HUD Announces Nearly $25 Million in "Sweat Equity" Grants to Help Families Build Their Own American Dream
HUD Announces Nearly $25 Million in "Sweat Equity" Grants to Help Families Build Their Own American Dream
More Than 1,500 Affordable Homes To Be Built with SHOP Grants
By: United States Department of Housing and Urban Development
Date: February 23, 2006
Source: United States Department of Housing and Urban Development. "HUD Announces Nearly $25 Million in 'Sweat Equity' Grants to Help Families Build Their Own American Dream." February 23, 2006 <http://www.hud.gov/news/release.cfm?content=pr06 -021.cfm> (accessed May 28, 2006).
About the Author: The U.S. Department of Housing and Urban Development (HUD) is the primary government agency responsible for ensuring equal access to housing and for improving the quality of affordable housing in the United States.
The practice of creating low-income housing got its start with the U.S. Housing Act of 1937. The need for affordable housing, however, has always far outstripped its availability. Although the commercial housing market has grown exponentially since the 1930s, the price of real estate has kept pace with its growth, making it progressively more difficult for people living on the fringes of poverty to acquire safe and affordable housing. Interest rates for mortgages have waxed and waned through the years, but the guidelines for creditworthiness have become more stringent along with increases in home and property costs, making it progressively harder for people who are marginalized by class, culture, or socioeconomic status to achieve successful homeownership.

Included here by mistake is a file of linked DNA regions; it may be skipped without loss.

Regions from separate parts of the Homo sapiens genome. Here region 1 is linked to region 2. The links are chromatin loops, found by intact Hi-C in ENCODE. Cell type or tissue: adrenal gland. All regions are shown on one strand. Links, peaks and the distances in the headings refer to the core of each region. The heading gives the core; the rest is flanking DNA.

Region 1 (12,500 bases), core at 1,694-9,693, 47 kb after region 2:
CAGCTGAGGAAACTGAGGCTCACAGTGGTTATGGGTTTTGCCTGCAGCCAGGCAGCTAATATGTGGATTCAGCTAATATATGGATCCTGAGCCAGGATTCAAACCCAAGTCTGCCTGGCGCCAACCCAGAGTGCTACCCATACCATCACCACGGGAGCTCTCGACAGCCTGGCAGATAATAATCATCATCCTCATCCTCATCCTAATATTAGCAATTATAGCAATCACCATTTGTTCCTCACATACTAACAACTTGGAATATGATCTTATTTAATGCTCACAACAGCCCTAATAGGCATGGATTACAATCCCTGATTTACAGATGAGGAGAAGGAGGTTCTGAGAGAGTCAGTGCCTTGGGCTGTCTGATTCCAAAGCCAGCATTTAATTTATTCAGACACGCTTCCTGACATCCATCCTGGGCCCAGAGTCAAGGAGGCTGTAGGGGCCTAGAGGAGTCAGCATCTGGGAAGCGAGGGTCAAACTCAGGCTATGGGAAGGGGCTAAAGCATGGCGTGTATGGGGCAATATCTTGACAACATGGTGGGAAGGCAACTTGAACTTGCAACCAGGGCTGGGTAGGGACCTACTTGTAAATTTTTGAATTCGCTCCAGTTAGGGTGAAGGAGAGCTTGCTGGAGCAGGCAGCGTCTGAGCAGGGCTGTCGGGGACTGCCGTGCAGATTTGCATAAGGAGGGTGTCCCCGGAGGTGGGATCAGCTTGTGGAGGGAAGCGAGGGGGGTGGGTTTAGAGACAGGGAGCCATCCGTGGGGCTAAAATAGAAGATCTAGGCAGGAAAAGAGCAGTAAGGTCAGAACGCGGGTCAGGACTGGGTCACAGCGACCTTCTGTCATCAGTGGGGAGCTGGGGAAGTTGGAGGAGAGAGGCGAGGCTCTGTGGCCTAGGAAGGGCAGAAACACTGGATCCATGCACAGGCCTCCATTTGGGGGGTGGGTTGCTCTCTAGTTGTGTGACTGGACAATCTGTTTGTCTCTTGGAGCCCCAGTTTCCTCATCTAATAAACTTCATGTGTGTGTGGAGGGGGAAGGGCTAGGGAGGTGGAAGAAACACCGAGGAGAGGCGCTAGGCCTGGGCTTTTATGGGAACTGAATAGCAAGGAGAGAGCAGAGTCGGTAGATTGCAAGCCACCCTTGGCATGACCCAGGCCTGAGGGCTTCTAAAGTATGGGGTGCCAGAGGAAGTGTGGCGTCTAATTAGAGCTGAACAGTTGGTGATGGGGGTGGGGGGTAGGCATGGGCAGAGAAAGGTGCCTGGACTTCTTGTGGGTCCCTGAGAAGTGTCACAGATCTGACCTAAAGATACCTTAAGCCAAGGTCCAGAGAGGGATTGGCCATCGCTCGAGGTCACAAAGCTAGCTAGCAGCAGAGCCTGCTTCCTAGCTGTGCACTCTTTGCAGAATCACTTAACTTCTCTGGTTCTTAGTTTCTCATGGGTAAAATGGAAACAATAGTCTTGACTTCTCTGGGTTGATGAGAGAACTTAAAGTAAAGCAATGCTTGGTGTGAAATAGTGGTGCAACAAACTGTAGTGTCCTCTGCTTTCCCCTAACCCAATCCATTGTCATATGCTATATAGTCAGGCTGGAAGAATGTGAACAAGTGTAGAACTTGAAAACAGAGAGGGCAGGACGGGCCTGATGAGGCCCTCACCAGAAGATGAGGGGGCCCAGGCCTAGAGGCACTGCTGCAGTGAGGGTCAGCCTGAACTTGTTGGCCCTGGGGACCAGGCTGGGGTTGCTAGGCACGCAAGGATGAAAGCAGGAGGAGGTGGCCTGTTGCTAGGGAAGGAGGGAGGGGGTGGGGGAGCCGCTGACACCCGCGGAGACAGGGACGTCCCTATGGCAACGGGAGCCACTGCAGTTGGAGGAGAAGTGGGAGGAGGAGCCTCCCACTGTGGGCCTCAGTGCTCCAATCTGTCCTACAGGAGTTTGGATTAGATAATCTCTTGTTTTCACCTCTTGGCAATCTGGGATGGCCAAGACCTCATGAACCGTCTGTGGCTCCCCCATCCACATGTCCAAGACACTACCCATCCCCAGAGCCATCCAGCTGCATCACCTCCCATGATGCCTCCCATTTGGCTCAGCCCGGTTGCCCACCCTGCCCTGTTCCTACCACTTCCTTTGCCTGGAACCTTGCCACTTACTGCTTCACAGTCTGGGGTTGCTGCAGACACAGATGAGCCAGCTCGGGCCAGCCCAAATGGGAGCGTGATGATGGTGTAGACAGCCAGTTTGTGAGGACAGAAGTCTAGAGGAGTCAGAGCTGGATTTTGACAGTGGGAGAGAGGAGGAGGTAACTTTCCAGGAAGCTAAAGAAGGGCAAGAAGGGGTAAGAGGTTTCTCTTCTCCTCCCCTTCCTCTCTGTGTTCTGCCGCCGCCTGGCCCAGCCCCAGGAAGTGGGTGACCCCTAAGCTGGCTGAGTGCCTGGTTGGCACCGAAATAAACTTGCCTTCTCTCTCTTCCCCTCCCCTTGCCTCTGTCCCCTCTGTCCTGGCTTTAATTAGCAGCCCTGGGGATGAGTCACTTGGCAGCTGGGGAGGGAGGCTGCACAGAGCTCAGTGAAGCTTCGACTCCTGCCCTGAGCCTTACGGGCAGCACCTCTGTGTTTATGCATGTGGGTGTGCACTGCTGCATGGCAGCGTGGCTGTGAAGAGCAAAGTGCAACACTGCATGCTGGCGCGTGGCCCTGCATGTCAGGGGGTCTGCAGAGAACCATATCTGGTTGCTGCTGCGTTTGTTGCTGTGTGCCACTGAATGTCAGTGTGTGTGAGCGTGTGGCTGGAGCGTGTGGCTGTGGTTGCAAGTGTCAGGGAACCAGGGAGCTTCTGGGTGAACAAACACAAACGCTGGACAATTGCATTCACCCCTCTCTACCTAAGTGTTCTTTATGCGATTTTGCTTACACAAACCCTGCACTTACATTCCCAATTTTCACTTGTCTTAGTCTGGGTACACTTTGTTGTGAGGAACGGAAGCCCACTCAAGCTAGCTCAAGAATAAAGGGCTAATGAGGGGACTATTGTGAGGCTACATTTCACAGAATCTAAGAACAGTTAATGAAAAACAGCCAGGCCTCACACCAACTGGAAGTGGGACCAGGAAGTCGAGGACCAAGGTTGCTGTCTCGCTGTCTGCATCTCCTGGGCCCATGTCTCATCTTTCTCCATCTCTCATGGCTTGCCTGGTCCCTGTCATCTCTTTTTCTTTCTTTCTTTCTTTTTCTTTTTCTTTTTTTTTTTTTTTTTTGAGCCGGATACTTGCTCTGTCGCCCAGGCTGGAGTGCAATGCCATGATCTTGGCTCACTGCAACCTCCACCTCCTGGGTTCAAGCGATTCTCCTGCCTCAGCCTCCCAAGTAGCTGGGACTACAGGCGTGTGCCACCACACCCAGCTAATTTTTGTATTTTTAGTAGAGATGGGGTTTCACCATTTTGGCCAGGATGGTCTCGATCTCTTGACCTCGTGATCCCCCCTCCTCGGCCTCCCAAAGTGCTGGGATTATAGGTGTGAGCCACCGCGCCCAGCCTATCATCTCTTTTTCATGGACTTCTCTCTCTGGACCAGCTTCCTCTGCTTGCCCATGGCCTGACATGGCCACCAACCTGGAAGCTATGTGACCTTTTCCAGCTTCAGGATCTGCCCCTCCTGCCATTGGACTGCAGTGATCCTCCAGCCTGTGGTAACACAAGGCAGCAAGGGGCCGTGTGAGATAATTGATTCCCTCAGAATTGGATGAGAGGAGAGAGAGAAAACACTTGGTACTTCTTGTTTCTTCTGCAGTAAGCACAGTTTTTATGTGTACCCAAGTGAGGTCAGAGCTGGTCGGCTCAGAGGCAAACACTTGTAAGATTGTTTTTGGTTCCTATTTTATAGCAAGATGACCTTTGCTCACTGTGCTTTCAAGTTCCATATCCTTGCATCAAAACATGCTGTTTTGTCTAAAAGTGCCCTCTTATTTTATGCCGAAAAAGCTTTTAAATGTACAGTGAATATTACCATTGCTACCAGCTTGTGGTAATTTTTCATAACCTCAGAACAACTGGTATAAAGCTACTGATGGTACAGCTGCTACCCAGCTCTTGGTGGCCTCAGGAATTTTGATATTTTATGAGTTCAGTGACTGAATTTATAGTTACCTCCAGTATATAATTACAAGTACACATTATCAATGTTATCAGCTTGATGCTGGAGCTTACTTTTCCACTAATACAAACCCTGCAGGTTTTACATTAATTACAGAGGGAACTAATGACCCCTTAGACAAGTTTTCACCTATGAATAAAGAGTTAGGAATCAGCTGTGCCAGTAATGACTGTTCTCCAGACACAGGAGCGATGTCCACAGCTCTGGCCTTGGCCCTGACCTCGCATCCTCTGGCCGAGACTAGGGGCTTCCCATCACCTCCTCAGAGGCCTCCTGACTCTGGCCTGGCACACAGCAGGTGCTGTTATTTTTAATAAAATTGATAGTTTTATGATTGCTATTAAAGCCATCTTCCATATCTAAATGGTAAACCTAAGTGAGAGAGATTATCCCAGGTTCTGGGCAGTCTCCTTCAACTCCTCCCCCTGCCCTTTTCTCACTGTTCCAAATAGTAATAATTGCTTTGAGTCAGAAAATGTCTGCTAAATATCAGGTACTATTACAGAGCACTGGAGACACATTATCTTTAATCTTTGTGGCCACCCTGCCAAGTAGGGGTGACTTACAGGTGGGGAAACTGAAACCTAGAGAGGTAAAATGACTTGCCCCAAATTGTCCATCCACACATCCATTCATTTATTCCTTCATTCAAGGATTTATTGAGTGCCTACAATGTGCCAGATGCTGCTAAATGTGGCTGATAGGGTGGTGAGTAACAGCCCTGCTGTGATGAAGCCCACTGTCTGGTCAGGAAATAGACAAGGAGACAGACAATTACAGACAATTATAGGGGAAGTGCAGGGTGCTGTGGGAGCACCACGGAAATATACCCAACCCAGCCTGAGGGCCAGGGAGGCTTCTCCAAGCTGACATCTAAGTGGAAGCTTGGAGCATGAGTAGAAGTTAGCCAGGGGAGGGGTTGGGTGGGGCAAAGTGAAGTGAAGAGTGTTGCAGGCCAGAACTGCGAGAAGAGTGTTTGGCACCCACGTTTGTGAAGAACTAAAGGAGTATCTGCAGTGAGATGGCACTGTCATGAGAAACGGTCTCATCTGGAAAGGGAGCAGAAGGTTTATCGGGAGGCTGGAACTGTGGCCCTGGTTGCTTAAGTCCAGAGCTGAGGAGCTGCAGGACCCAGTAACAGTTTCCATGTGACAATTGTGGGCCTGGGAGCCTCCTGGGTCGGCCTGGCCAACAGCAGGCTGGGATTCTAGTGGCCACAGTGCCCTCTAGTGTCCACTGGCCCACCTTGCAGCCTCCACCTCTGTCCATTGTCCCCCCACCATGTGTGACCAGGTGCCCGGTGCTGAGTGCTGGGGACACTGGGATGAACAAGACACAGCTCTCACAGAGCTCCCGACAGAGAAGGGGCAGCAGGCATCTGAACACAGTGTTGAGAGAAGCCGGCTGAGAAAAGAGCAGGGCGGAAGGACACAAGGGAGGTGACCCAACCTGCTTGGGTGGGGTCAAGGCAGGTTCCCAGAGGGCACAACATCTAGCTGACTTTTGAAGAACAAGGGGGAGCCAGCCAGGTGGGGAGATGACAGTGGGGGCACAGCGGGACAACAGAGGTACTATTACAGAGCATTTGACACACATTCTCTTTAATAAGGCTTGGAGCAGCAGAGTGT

Affordable housing is intended to be accessible and financially manageable for people who earn a low or very low income. Although the poverty line for an individual varies somewhat from year to year, it is typically somewhere around ten thousand dollars in annual income. While those in the upper socioeconomic classes experience rising incomes and increasing financial security corresponding to positive changes in the economy, that is not the case for those living in poverty. According to HUD data, the most impoverished one-fifth of the population has not gained substantially in income during the last three decades, despite enormous economic growth in the United States. A concomitant problem for the poorest citizens of the nation is the cost of housing, particularly of rental units. In order to secure dwellings that are comparatively safe and that are located in relatively convenient areas (within possible commuting distance, whether by public or private means of transportation), the very poor often must dedicate a significant portion of their earnings to the cost of rent—sometimes more than 50 percent of take-home pay. This places an enormous financial burden upon those who are already marginalized and who are leading extremely stressful and difficult lives. Often, furniture, proper clothing, food, and medical care are sacrificed in order to meet the cost of rent.
The creation of safe and affordable housing for those with the lowest incomes makes it possible for them to move out of dangerous, high-crime areas, to provide stability for their families, to improve the level of education within the household, and to generally enhance the quality of life. One potential problem with affordable housing is that it is only accessible to those who have the means of securing commercial funding. For those who are not considered creditworthy, "sweat equity" homes can provide a safety net.
New Orleans— More than 1,500 families will realize their American Dream with a little elbow grease and $24.8 million in grants announced today by Housing and Urban Development Assistant Secretary Pamela Patenaude. HUD is awarding these so-called "sweat equity grants" to four national and regional organizations through the Department's Self-Help Homeownership Opportunity Program (SHOP).